Condoman says: use condoms
Commonwealth Department of Human Services and Health and Aboriginal Health Workers of Australia (Queensland),
One of the most successful Australian AIDS awareness campaigns, in terms of acceptance, memory retention and educative subtlety, must surely be Condoman, the lycra-clad comic-book creation urging Australians: ‘Don’t be shame, be game – wear condoms’ (or ‘Use frenchies; is a version of the poster directed at Aboriginal communities; and ‘Protect yourself’, which more discreetly targeted school children).
Condoman was created at a Commonwealth-funded workshop for Aboriginal health workers held in Townsville, Queensland in May 1987. This workshop came up with the idea for a superhero, dressed in the red, black and yellow colours of the Aboriginal flag, who would appeal particularly to Aboriginal and Torres Strait Islander communities as he spread safe sex information. Since 1987 the popularity of Condoman has spread across Australia, and the condom-clutching hero has become something of a youth cult image, a concept encouraged by the National AIDS Campaign’s ‘marketing’ of his imagery across t-shirts, crack-and-peel stickers, cloth badges for baseball jackets and backpacks, pencils, fridge magnets and Frisbees.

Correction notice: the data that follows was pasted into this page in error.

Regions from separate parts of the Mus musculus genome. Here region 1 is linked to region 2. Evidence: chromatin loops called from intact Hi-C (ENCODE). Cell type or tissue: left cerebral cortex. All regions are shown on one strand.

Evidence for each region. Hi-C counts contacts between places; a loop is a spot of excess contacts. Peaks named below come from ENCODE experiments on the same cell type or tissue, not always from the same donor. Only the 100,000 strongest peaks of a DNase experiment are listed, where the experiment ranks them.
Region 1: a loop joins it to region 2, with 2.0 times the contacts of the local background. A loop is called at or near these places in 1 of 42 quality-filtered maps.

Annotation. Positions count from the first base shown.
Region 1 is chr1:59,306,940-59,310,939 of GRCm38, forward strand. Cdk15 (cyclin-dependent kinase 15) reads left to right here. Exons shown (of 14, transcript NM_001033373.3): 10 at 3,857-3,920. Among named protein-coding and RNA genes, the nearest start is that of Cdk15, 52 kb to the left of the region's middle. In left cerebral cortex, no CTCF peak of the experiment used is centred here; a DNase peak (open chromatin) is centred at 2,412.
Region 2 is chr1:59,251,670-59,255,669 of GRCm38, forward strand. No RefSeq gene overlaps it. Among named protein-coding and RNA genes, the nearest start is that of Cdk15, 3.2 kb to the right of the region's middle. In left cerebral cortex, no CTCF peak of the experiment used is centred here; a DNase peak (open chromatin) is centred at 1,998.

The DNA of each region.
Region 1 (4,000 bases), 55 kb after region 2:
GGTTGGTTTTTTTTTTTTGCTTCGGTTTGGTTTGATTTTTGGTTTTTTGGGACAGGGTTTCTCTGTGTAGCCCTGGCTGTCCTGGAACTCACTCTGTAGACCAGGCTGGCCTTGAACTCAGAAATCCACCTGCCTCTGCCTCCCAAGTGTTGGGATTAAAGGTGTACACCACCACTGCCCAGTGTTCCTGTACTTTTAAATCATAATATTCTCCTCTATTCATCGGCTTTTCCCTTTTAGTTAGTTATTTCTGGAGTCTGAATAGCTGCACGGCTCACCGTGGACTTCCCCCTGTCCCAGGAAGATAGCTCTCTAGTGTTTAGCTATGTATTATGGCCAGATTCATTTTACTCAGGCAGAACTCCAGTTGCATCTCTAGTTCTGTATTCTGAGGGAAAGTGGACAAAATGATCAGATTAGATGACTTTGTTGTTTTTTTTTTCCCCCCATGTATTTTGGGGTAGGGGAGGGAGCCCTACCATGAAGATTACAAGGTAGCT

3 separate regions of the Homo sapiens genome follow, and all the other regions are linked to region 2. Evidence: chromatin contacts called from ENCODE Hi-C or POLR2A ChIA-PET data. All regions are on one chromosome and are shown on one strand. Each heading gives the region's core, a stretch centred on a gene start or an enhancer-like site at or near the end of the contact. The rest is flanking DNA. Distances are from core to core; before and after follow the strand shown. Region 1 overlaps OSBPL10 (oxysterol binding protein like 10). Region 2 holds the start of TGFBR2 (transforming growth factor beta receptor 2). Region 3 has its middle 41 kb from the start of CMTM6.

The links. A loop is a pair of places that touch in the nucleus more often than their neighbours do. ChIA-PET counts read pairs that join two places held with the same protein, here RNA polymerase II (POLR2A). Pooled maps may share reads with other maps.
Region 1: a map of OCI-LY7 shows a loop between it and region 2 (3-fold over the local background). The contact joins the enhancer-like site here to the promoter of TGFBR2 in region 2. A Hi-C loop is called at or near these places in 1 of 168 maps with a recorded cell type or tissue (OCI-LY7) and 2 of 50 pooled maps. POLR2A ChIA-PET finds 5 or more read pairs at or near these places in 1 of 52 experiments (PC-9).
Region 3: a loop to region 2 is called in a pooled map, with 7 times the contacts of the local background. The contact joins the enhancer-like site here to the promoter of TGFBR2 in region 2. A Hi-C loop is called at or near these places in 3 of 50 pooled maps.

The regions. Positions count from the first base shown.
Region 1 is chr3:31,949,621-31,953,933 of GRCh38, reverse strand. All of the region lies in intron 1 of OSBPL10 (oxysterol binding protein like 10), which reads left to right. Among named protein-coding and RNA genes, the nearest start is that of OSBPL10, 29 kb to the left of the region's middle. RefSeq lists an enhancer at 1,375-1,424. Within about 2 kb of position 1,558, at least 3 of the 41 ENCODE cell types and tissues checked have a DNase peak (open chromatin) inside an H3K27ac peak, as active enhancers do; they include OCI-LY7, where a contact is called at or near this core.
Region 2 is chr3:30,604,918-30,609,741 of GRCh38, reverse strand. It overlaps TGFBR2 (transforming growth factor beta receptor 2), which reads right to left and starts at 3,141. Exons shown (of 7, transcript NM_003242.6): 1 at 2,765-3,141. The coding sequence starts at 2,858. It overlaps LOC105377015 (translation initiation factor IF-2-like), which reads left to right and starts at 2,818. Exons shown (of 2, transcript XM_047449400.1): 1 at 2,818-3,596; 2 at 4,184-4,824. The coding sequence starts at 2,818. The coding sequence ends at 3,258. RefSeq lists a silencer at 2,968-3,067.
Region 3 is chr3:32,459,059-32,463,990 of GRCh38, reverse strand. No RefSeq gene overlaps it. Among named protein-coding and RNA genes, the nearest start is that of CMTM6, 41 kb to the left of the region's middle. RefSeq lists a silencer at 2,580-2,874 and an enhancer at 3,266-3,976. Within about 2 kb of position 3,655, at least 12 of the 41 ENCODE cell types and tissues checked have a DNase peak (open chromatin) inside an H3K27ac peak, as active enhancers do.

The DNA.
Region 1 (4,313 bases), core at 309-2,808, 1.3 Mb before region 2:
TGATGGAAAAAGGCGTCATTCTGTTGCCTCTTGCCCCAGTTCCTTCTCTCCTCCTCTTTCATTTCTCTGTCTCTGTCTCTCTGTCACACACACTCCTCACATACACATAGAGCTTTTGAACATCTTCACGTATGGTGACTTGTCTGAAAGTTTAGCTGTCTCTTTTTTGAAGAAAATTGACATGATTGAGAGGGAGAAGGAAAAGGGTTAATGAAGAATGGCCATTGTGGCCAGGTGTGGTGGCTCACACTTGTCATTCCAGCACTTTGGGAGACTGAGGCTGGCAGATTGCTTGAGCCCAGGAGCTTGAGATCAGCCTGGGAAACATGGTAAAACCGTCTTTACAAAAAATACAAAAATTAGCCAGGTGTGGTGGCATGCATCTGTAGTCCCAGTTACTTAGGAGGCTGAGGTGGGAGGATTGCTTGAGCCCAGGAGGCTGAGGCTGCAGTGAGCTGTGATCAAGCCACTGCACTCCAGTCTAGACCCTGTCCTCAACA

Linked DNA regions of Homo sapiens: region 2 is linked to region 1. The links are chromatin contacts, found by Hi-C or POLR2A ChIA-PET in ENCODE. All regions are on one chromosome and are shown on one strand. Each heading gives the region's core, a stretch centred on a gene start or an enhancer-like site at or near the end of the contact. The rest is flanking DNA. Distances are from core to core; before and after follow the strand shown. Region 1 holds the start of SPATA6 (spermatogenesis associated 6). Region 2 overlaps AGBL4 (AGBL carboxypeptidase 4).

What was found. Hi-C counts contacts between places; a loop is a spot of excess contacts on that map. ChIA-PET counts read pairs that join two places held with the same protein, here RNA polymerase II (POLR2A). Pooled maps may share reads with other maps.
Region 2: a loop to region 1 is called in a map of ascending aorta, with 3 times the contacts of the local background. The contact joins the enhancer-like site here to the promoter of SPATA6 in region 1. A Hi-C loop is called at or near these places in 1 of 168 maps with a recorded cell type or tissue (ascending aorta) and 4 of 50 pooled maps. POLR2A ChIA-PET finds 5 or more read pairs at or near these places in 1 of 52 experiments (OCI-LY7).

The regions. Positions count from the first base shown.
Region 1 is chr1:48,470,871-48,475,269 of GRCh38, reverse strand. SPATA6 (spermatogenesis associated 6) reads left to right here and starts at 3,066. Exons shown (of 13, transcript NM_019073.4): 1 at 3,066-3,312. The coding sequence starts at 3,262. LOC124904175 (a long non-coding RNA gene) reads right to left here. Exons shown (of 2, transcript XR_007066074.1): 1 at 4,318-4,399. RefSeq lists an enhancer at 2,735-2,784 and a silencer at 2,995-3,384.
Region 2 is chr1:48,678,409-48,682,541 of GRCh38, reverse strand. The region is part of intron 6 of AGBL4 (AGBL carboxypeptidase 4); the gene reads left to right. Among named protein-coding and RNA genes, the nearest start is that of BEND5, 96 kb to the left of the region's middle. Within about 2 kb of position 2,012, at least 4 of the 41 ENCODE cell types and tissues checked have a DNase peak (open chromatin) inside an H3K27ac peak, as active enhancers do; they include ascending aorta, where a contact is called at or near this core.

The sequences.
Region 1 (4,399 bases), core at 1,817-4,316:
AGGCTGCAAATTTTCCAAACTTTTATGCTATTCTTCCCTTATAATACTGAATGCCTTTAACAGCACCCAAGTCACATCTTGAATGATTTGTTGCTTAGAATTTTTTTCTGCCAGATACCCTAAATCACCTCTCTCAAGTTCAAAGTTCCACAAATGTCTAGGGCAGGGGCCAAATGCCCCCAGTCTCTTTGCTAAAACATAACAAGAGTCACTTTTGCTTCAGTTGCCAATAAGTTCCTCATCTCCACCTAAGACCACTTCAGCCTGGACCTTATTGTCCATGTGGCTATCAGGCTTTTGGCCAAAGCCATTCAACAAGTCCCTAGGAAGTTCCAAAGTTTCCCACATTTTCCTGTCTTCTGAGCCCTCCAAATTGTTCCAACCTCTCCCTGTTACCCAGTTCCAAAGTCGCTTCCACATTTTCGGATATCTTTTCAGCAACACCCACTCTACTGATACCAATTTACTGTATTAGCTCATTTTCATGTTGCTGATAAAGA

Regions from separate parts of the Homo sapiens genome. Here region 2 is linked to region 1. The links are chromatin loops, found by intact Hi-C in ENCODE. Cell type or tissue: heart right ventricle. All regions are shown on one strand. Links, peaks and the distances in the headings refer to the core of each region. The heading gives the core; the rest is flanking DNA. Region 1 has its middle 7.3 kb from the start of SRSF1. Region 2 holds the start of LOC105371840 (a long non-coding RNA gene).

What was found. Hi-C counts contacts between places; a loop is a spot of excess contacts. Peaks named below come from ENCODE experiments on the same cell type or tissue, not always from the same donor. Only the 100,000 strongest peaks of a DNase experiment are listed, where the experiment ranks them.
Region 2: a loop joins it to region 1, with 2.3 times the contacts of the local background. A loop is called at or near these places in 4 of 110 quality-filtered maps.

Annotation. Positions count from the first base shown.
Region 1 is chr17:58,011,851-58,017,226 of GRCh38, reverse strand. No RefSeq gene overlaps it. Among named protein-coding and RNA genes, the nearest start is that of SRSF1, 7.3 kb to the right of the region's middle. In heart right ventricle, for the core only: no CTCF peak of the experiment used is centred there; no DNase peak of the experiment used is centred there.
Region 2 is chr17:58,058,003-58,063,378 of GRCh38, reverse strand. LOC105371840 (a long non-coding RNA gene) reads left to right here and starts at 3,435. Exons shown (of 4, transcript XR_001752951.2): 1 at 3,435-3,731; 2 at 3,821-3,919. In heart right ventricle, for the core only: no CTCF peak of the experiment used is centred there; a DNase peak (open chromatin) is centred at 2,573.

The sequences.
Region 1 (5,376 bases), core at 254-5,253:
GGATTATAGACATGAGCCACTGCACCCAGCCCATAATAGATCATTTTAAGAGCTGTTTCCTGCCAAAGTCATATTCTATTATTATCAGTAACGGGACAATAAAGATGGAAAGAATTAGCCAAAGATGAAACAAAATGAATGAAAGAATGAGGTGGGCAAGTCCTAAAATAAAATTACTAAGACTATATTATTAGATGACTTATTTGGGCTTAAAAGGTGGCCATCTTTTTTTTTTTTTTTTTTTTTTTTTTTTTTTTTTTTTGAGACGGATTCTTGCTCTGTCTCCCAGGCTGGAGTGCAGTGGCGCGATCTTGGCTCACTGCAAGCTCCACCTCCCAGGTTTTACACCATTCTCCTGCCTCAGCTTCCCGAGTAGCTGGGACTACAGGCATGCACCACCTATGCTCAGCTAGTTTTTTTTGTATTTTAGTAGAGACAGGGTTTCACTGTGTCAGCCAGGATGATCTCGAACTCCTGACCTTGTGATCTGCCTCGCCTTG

Recognising the broad youth appeal of their superhero, the National AIDS Campaign brought the character ‘to life’ in the form of a brightly clad actor who travelled across Australia promoting the Commonwealth’s safe sex message. The ‘living’ Condoman received his own stand at Sydney’s Easter Show in 1991; this was intended to appeal to children, with a range of child-friendly products available for free distribution, filing an attractive Condoman show bag. Such is the subtlety of the Condoman campaign, that this dissemination of vital AIDS education, even to the youngest Australian target audience, has been achieved without any controversy or opposition.